However, there is absolutely no doubt the legal profession as a whole is perceived to be behind the times in terms of supporting and promoting women with families to advance into senior positions. Whilst I am fortunate to work in an environment which supports a positive work-life balance, flexible working and progression based on merit, this is not the experience of all women in law.
The recent Profile of the Profession 2018 report published by the Law Society of Scotland points to several challenges.
The research shows there remains a clear disparity in the number of women being promoted to Equity Partner, with 20 per cent fewer in such positions. In addition, the length of time it takes women to secure those roles is, on average, longer.
Perhaps unsurprisingly, 75 per cent of women participating in the research felt that starting a family was the main barrier to progression into senior positions in law. Of the women who have considered leaving the profession, two of the top three reasons cited included starting a family and the negative image around maternity leave and part-time working.
A closer examination of the figures provides some further insight into the practical challenges legal mums are facing in comparison with legal dads.
For example, female lawyers with children overwhelmingly consider themselves as the primary caregiver across all age categories of children, although the trend is improving for men as children increase in age. While 9 per cent of male respondents stated that they would primarily take time off work when a child or other dependant is ill, this figure was 49 per cent for female respondents. Encouragingly, this represents a drop from 59 per cent in 2013.
For me, and in my experience, the solution is not to move away from promotion based on merit and ability, but rather to recognise and address the systemic challenges that can prevent women from securing senior positions when they are the best people for the job. However, with challenge comes opportunity.
The evidence shows that the top priority for new lawyers, both men and women, is work/life balance, and 90 per cent of women in the same study noted more flexible working options would make the biggest difference to their career prospects. As such, new, talented female lawyers are qualifying in the context of a wider shift in workplace trends and will increasingly expect this to be mirrored in our profession. This expectation will be reflected in their choice of employer, and the firms that are slow to adapt will lose out on new talent.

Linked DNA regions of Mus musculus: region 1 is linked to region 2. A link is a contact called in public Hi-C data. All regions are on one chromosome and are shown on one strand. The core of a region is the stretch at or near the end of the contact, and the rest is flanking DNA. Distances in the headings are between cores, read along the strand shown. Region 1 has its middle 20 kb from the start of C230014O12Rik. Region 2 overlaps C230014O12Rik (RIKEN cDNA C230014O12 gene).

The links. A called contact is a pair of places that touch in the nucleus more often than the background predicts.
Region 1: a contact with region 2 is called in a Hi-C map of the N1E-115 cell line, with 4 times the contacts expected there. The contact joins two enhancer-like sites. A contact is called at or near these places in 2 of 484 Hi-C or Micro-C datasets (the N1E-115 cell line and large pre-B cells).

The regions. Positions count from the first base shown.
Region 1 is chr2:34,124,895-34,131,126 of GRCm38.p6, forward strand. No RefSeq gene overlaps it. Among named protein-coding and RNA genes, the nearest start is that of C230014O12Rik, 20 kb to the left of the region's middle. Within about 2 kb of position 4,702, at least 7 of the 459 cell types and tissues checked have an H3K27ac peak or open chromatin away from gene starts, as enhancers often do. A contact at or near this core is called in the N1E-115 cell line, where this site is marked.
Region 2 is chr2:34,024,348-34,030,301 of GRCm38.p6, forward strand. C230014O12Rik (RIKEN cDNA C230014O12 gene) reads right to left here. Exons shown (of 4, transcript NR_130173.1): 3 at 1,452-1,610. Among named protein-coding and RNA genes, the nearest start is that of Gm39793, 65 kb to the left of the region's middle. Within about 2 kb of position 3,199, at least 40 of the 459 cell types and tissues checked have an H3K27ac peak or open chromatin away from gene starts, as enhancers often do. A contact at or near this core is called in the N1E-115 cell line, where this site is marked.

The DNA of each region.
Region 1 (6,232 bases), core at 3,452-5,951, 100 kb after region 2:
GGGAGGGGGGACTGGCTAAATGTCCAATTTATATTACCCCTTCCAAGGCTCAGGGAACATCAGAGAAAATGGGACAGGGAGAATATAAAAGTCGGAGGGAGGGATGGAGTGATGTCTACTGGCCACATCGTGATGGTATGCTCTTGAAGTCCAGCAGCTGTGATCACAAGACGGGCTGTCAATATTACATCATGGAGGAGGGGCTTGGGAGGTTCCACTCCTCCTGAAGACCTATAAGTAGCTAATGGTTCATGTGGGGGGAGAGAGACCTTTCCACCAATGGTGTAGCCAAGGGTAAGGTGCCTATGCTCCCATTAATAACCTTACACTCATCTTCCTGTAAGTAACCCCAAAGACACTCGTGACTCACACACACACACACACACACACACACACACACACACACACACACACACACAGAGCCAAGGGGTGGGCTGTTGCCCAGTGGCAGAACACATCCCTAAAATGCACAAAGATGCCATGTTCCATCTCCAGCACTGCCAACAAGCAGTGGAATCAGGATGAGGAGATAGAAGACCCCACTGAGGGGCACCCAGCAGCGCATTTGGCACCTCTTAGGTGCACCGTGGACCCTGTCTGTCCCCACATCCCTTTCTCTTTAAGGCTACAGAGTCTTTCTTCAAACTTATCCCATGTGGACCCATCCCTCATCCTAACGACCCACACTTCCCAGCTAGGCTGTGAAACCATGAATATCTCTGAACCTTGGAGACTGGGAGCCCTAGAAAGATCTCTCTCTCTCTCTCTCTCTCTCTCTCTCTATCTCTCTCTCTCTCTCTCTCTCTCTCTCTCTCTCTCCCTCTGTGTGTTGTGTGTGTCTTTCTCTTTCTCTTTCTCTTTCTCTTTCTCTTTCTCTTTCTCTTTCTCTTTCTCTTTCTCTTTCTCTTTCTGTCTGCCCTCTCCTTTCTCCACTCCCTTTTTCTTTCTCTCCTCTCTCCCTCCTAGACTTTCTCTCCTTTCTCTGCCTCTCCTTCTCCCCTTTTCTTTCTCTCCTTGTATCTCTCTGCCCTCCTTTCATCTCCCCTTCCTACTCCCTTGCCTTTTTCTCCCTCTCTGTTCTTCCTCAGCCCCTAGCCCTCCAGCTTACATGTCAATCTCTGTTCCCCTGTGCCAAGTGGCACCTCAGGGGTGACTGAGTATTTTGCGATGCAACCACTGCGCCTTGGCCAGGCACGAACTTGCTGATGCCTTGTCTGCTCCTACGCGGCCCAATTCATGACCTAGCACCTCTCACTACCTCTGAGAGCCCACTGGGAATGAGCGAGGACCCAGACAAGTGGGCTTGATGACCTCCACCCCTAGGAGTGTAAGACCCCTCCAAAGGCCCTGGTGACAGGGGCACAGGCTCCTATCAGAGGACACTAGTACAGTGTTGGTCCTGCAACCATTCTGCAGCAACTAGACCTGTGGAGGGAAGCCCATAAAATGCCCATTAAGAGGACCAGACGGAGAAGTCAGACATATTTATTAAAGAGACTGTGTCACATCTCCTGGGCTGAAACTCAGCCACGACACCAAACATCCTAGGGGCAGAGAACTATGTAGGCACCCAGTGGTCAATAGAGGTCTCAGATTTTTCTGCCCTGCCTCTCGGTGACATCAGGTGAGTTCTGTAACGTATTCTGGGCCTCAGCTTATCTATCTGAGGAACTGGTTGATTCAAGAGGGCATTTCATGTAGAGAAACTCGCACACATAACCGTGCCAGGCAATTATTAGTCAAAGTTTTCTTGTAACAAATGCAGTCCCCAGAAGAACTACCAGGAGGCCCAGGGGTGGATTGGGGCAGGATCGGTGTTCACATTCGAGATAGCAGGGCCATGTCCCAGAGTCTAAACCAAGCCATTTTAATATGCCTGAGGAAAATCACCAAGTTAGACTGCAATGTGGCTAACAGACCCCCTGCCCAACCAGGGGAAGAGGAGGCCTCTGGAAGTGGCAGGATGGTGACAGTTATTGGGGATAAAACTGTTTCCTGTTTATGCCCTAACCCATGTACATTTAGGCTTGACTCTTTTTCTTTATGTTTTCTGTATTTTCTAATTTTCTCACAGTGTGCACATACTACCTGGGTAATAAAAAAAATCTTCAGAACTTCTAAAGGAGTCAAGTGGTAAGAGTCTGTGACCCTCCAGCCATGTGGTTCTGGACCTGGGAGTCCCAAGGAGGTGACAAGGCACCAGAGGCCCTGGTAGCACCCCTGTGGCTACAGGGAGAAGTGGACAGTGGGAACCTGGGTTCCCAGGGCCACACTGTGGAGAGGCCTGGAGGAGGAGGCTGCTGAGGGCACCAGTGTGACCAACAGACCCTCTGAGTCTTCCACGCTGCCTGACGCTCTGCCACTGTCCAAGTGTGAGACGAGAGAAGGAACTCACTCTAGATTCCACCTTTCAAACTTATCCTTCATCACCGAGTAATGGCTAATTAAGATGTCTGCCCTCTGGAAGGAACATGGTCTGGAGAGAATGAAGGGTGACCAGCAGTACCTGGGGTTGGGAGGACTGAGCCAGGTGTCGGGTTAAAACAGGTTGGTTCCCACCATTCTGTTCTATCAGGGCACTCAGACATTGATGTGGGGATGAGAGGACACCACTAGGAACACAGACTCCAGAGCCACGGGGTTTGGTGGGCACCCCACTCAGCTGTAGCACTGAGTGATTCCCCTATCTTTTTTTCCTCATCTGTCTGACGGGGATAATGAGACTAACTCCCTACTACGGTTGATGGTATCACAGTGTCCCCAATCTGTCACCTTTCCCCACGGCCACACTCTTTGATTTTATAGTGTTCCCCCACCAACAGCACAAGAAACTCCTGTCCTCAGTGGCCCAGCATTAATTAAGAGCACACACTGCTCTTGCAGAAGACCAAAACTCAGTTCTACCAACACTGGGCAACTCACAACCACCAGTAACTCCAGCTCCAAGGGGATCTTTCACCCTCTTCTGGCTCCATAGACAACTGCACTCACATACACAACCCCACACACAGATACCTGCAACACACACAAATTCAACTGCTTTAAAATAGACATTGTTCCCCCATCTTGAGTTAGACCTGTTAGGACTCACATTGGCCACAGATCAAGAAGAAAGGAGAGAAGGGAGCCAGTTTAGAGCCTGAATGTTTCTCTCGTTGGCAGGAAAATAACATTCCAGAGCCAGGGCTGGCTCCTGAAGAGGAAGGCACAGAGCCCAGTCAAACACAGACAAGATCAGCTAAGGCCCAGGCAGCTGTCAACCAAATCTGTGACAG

In a sense, the legal profession is adapting alongside our clients. As other industries embrace new ways of working, so too are we. Cross-firm projects mean there is increased understanding among colleagues about school runs, parents evenings and sick children, both amongst male and female colleagues.
The challenge then is one of both culture and perception. On the former, there is no doubt that law has an unflattering legacy in this regard, but that culture is shifting.
In respect of the latter, we have to do more to celebrate best practice in the industry and promote positive role models to tackle a perception which may put off talented young women from a legal career.
Importantly, colleagues across the profession have noted that the situation is improving. An overwhelming majority of lawyers who participated in the Law Society’s research said there had been improvement to some extent or to a great extent over the past five years in these sorts of issues. That’s important contextually, and provides some momentum to build on in the future.
We have some way to go to get our legal mums on an equal footing to colleagues in other professions, but my experience shows we’re getting there.
Susan Law is a Commercial Property Partner at Lindsays, and was recently re-appointed as a member of the firm’s Management Board